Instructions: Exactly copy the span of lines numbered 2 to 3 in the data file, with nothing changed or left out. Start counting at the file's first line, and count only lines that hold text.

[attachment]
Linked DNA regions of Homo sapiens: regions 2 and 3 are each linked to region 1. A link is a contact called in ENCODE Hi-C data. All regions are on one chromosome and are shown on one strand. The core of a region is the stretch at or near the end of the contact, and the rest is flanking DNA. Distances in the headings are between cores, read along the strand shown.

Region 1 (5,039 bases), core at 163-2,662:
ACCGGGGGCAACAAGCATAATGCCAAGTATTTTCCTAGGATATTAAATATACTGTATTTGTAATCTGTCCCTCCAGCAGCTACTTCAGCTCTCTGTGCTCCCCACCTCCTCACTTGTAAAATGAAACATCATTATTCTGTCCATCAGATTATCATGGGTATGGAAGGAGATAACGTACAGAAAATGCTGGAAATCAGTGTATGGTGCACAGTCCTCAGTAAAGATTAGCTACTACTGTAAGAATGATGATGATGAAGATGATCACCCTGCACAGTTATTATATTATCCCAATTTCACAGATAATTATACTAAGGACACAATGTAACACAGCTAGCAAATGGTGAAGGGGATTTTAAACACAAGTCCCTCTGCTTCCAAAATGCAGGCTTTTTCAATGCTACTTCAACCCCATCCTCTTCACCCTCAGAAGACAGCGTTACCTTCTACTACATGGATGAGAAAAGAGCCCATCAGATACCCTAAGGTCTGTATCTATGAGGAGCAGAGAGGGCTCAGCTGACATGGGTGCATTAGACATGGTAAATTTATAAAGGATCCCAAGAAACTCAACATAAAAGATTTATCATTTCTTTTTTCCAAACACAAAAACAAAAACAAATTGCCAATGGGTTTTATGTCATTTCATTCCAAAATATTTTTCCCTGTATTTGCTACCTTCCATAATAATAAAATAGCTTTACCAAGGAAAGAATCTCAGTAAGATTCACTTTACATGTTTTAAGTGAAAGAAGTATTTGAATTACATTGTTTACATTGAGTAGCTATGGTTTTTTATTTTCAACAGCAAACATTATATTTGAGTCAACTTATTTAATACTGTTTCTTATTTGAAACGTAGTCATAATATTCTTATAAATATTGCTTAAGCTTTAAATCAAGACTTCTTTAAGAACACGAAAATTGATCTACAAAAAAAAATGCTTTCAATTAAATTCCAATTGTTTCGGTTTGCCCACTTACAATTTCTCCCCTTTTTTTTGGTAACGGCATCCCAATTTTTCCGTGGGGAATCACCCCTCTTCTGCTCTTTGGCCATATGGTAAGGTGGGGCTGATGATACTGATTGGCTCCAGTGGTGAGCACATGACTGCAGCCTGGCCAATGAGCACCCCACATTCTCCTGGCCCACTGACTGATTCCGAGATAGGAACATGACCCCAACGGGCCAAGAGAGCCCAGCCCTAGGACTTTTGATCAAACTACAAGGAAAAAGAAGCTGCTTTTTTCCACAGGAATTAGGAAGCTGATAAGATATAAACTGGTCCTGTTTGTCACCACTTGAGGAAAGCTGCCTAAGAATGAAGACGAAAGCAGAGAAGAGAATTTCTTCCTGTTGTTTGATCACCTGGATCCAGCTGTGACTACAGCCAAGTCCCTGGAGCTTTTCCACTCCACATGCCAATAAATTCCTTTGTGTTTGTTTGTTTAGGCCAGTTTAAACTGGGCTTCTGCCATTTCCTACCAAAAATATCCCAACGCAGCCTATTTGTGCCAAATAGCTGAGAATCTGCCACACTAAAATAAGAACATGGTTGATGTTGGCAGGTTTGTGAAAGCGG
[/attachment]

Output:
Region 1 (5,039 bases), core at 163-2,662:
ACCGGGGGCAACAAGCATAATGCCAAGTATTTTCCTAGGATATTAAATATACTGTATTTGTAATCTGTCCCTCCAGCAGCTACTTCAGCTCTCTGTGCTCCCCACCTCCTCACTTGTAAAATGAAACATCATTATTCTGTCCATCAGATTATCATGGGTATGGAAGGAGATAACGTACAGAAAATGCTGGAAATCAGTGTATGGTGCACAGTCCTCAGTAAAGATTAGCTACTACTGTAAGAATGATGATGATGAAGATGATCACCCTGCACAGTTATTATATTATCCCAATTTCACAGATAATTATACTAAGGACACAATGTAACACAGCTAGCAAATGGTGAAGGGGATTTTAAACACAAGTCCCTCTGCTTCCAAAATGCAGGCTTTTTCAATGCTACTTCAACCCCATCCTCTTCACCCTCAGAAGACAGCGTTACCTTCTACTACATGGATGAGAAAAGAGCCCATCAGATACCCTAAGGTCTGTATCTATGAGGAGCAGAGAGGGCTCAGCTGACATGGGTGCATTAGACATGGTAAATTTATAAAGGATCCCAAGAAACTCAACATAAAAGATTTATCATTTCTTTTTTCCAAACACAAAAACAAAAACAAATTGCCAATGGGTTTTATGTCATTTCATTCCAAAATATTTTTCCCTGTATTTGCTACCTTCCATAATAATAAAATAGCTTTACCAAGGAAAGAATCTCAGTAAGATTCACTTTACATGTTTTAAGTGAAAGAAGTATTTGAATTACATTGTTTACATTGAGTAGCTATGGTTTTTTATTTTCAACAGCAAACATTATATTTGAGTCAACTTATTTAATACTGTTTCTTATTTGAAACGTAGTCATAATATTCTTATAAATATTGCTTAAGCTTTAAATCAAGACTTCTTTAAGAACACGAAAATTGATCTACAAAAAAAAATGCTTTCAATTAAATTCCAATTGTTTCGGTTTGCCCACTTACAATTTCTCCCCTTTTTTTTGGTAACGGCATCCCAATTTTTCCGTGGGGAATCACCCCTCTTCTGCTCTTTGGCCATATGGTAAGGTGGGGCTGATGATACTGATTGGCTCCAGTGGTGAGCACATGACTGCAGCCTGGCCAATGAGCACCCCACATTCTCCTGGCCCACTGACTGATTCCGAGATAGGAACATGACCCCAACGGGCCAAGAGAGCCCAGCCCTAGGACTTTTGATCAAACTACAAGGAAAAAGAAGCTGCTTTTTTCCACAGGAATTAGGAAGCTGATAAGATATAAACTGGTCCTGTTTGTCACCACTTGAGGAAAGCTGCCTAAGAATGAAGACGAAAGCAGAGAAGAGAATTTCTTCCTGTTGTTTGATCACCTGGATCCAGCTGTGACTACAGCCAAGTCCCTGGAGCTTTTCCACTCCACATGCCAATAAATTCCTTTGTGTTTGTTTGTTTAGGCCAGTTTAAACTGGGCTTCTGCCATTTCCTACCAAAAATATCCCAACGCAGCCTATTTGTGCCAAATAGCTGAGAATCTGCCACACTAAAATAAGAACATGGTTGATGTTGGCAGGTTTGTGAAAGCGG